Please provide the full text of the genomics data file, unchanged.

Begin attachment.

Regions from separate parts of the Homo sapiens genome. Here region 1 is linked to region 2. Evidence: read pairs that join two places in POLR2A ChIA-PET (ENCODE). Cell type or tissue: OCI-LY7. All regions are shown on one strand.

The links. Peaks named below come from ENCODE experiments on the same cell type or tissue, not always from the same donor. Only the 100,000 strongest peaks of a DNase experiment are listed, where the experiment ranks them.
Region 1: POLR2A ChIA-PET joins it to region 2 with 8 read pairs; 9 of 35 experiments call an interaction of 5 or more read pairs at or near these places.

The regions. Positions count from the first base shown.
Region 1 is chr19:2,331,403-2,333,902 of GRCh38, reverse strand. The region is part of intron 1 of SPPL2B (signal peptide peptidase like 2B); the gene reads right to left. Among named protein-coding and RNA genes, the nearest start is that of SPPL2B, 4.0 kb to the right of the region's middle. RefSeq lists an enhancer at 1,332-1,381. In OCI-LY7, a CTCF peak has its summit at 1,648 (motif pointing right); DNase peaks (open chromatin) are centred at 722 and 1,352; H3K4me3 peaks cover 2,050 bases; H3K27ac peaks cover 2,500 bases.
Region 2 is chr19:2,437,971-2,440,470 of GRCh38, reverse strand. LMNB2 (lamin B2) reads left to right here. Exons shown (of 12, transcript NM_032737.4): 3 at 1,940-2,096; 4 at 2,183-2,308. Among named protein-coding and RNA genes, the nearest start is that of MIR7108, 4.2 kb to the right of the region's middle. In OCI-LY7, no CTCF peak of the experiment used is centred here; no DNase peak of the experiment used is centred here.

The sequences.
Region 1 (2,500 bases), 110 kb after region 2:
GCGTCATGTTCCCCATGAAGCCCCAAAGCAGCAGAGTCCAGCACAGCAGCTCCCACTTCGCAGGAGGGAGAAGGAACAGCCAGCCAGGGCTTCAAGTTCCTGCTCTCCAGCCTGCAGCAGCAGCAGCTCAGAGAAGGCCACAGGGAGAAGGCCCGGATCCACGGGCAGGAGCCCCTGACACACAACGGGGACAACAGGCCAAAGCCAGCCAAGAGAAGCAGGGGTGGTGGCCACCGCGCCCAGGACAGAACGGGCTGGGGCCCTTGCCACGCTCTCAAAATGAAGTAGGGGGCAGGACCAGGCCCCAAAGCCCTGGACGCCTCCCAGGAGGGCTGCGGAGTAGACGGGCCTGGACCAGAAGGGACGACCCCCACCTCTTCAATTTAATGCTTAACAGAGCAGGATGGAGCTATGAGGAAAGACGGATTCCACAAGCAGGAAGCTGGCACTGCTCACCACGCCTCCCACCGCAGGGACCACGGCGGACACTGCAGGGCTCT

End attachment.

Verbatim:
Regions from separate parts of the Homo sapiens genome. Here region 1 is linked to region 2. Evidence: read pairs that join two places in POLR2A ChIA-PET (ENCODE). Cell type or tissue: OCI-LY7. All regions are shown on one strand.

The links. Peaks named below come from ENCODE experiments on the same cell type or tissue, not always from the same donor. Only the 100,000 strongest peaks of a DNase experiment are listed, where the experiment ranks them.
Region 1: POLR2A ChIA-PET joins it to region 2 with 8 read pairs; 9 of 35 experiments call an interaction of 5 or more read pairs at or near these places.

The regions. Positions count from the first base shown.
Region 1 is chr19:2,331,403-2,333,902 of GRCh38, reverse strand. The region is part of intron 1 of SPPL2B (signal peptide peptidase like 2B); the gene reads right to left. Among named protein-coding and RNA genes, the nearest start is that of SPPL2B, 4.0 kb to the right of the region's middle. RefSeq lists an enhancer at 1,332-1,381. In OCI-LY7, a CTCF peak has its summit at 1,648 (motif pointing right); DNase peaks (open chromatin) are centred at 722 and 1,352; H3K4me3 peaks cover 2,050 bases; H3K27ac peaks cover 2,500 bases.
Region 2 is chr19:2,437,971-2,440,470 of GRCh38, reverse strand. LMNB2 (lamin B2) reads left to right here. Exons shown (of 12, transcript NM_032737.4): 3 at 1,940-2,096; 4 at 2,183-2,308. Among named protein-coding and RNA genes, the nearest start is that of MIR7108, 4.2 kb to the right of the region's middle. In OCI-LY7, no CTCF peak of the experiment used is centred here; no DNase peak of the experiment used is centred here.

The sequences.
Region 1 (2,500 bases), 110 kb after region 2:
GCGTCATGTTCCCCATGAAGCCCCAAAGCAGCAGAGTCCAGCACAGCAGCTCCCACTTCGCAGGAGGGAGAAGGAACAGCCAGCCAGGGCTTCAAGTTCCTGCTCTCCAGCCTGCAGCAGCAGCAGCTCAGAGAAGGCCACAGGGAGAAGGCCCGGATCCACGGGCAGGAGCCCCTGACACACAACGGGGACAACAGGCCAAAGCCAGCCAAGAGAAGCAGGGGTGGTGGCCACCGCGCCCAGGACAGAACGGGCTGGGGCCCTTGCCACGCTCTCAAAATGAAGTAGGGGGCAGGACCAGGCCCCAAAGCCCTGGACGCCTCCCAGGAGGGCTGCGGAGTAGACGGGCCTGGACCAGAAGGGACGACCCCCACCTCTTCAATTTAATGCTTAACAGAGCAGGATGGAGCTATGAGGAAAGACGGATTCCACAAGCAGGAAGCTGGCACTGCTCACCACGCCTCCCACCGCAGGGACCACGGCGGACACTGCAGGGCTCT